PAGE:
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Someone told me hashmaps are rather slow. So I am just wondering whether to use a hashmap or simply a switch case logic.

My requirement is this. I have a set of CountryNames and CountryCodes. My ListView displays the names of the countries. When an country name item is clicked, I must Toast the CountryCode.

In such a scenario, should I maintain a HashMap of CountryNames and Codes and access this to get the corresponding Code?:

myMap.put("US", 355);
myMap.put("UK", 459);

Or is it better to write a switch case like so

switch (vCountryNamePos):
case 0:   //US
vCountryCode = 355;
case 1:   //UK
vCountryCode = 459;


Which is faster? If not Hashmaps, then in what practical scenarios would a Map be used?


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This question doesn't seem to be android specific. –  Brian Mansell Oct 14 '10 at 5:17
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1 Answer

up vote 8 down vote accepted

For two values, a switch will be faster. A hashmap will always at least check for equality of your key, so it can't beat one or two .equals() tests.
For many values, a hash will be faster. A switch has to test every value until it finds the right one.

For a small number of values (say up to 10 or so), prefer a switch. It's gonna be lighter and faster.
For a big number of values (in upwards of 50), prefer a hash. A hash will not have to check all values, so it will be faster than a switch when the number of values increases. For 10~50 values, I'd suggest you do what you feel is more readable because the performance is gonna be similar.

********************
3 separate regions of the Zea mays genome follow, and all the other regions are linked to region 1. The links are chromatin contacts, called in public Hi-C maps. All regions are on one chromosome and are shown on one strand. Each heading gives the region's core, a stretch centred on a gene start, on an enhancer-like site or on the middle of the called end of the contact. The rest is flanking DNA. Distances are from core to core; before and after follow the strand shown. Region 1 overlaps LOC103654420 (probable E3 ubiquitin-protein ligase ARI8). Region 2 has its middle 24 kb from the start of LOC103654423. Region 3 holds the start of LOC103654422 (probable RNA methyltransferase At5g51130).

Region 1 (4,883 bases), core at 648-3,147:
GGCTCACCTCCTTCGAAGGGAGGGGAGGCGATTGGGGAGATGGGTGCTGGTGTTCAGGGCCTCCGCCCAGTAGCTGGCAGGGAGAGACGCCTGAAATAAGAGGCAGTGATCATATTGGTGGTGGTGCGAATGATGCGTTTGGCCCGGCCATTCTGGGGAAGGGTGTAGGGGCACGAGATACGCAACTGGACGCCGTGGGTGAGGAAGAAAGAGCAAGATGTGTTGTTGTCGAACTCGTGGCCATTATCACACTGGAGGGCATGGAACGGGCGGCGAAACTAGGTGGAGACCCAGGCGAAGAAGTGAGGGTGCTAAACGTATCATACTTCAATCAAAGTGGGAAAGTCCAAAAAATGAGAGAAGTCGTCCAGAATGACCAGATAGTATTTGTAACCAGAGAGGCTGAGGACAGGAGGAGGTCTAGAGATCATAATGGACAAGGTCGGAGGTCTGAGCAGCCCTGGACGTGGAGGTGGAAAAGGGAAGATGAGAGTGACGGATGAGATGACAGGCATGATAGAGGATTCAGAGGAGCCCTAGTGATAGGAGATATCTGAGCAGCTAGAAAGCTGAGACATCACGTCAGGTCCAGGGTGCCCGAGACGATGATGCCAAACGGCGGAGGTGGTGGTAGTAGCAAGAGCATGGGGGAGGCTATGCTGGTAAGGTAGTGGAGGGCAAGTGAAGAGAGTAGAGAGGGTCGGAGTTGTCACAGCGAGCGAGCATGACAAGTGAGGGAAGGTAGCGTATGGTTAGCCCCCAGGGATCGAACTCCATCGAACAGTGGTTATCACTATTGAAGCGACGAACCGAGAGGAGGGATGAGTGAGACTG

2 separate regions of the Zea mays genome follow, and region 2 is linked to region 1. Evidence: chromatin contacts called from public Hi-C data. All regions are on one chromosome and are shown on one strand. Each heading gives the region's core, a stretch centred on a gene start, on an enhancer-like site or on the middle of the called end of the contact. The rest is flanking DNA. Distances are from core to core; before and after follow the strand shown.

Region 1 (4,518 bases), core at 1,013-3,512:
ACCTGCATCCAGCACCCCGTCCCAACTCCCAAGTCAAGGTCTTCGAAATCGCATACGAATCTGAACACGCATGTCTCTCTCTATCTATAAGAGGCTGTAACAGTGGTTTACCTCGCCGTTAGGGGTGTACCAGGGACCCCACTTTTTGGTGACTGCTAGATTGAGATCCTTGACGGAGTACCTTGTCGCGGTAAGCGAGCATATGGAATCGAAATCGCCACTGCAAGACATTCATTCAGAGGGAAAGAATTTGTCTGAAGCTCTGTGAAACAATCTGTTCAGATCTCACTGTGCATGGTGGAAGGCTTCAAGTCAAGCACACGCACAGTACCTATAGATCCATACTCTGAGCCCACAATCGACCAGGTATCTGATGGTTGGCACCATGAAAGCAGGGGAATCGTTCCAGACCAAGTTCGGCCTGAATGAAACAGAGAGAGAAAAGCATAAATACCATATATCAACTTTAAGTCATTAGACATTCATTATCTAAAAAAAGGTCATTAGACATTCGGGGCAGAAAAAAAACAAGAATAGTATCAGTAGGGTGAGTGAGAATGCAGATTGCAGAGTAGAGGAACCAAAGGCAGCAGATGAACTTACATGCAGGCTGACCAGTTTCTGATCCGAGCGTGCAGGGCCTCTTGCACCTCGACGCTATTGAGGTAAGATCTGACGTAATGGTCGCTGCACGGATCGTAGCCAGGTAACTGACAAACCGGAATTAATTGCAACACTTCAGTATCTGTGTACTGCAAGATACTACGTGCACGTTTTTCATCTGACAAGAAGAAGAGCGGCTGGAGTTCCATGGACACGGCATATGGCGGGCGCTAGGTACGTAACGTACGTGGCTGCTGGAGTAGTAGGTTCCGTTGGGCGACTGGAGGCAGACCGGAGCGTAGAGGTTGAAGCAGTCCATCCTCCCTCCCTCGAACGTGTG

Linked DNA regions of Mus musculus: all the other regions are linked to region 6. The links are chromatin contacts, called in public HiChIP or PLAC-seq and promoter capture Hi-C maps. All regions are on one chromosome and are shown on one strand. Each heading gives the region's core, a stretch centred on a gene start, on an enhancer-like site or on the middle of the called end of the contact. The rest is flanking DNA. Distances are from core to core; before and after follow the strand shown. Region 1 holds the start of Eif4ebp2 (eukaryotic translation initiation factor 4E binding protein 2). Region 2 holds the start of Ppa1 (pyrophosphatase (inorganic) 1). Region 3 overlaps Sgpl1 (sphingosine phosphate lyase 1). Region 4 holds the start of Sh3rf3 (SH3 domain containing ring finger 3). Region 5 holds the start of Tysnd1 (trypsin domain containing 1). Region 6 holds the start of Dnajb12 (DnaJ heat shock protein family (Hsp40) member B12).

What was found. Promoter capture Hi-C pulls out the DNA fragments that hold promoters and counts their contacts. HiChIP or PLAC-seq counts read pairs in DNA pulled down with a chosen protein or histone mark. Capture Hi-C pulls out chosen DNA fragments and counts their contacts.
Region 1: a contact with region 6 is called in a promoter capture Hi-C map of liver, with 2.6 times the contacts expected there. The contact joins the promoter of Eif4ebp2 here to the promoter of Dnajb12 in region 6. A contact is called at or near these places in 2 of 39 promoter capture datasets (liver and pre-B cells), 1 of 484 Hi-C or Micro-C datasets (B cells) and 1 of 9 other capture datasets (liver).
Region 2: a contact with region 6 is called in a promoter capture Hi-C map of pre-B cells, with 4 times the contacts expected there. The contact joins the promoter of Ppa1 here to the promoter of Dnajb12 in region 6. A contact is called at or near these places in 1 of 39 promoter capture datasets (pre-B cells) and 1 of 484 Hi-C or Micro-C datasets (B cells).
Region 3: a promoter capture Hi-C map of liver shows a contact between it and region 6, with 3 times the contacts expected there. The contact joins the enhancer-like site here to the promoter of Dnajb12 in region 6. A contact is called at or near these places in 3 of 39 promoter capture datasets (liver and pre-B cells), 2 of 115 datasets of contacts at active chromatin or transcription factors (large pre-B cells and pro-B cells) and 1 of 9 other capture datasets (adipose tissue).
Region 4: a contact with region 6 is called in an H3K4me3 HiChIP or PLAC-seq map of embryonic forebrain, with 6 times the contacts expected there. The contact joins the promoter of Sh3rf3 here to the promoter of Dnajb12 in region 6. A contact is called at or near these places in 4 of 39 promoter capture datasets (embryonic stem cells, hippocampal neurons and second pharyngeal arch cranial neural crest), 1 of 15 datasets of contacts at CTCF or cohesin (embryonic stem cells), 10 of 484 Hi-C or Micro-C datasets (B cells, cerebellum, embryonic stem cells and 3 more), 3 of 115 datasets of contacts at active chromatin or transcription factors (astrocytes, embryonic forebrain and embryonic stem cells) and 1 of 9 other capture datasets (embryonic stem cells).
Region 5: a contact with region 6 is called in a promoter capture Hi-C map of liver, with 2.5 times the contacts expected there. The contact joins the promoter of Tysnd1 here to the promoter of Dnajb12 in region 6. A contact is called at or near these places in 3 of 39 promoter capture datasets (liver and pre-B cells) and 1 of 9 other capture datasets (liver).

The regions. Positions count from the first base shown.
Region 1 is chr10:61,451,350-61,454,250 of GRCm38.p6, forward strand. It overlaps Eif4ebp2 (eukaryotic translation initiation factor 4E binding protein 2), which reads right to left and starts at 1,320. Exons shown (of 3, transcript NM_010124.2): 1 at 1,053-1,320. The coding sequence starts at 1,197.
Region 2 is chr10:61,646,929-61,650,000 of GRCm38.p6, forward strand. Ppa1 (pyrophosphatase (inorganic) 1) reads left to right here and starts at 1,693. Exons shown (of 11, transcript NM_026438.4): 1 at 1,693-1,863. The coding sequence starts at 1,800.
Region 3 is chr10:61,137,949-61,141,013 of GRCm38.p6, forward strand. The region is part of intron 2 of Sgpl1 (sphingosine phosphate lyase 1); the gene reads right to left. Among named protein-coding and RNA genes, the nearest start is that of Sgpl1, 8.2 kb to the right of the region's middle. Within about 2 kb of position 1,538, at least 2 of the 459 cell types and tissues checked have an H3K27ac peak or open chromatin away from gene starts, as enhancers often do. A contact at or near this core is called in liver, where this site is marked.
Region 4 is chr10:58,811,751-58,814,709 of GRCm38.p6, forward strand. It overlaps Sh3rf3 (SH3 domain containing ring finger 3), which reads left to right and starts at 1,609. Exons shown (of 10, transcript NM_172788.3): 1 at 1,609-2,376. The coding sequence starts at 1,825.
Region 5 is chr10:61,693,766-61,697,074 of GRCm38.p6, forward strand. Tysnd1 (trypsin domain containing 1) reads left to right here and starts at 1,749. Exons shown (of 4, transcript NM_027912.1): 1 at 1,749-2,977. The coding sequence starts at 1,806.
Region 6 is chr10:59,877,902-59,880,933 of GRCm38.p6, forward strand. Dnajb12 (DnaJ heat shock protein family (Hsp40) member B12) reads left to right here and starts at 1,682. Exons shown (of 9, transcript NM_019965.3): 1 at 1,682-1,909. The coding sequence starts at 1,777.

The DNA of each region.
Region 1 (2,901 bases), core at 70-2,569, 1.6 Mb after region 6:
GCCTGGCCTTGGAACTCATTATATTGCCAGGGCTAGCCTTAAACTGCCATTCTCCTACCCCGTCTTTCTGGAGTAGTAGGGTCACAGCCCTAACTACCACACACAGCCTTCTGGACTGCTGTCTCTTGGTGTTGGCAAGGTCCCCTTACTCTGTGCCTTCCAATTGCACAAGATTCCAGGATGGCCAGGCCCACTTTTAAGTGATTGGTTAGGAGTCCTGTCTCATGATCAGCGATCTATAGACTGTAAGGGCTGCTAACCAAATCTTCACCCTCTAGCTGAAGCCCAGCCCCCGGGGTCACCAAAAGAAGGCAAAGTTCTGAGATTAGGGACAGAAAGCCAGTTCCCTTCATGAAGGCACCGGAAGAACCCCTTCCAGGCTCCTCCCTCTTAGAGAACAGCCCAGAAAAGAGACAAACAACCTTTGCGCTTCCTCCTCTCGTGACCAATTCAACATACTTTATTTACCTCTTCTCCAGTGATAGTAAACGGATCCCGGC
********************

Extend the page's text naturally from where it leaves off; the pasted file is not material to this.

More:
Now if you are looking into extreme performance on static strings known at compile time, you may look into code-generating tools like gnuperf.
If you don't know your strings at compile time but you know they are gonna be decently short and decently uniform in length, or with common prefixes, you are probably gonna be fastest with a Trie data structure.
If you want to keep performance on great number of very heterogeneous strings, or on objects that may not be Strings, then HashMap is the way to go. It's pretty much unbeatable when the number of objects is very high (in the billions or more).

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Note that in this particular case, you might want to use something like Android's SparseArray to avoid autoboxing/unboxing. –  Romain Guy Oct 14 '10 at 5:46
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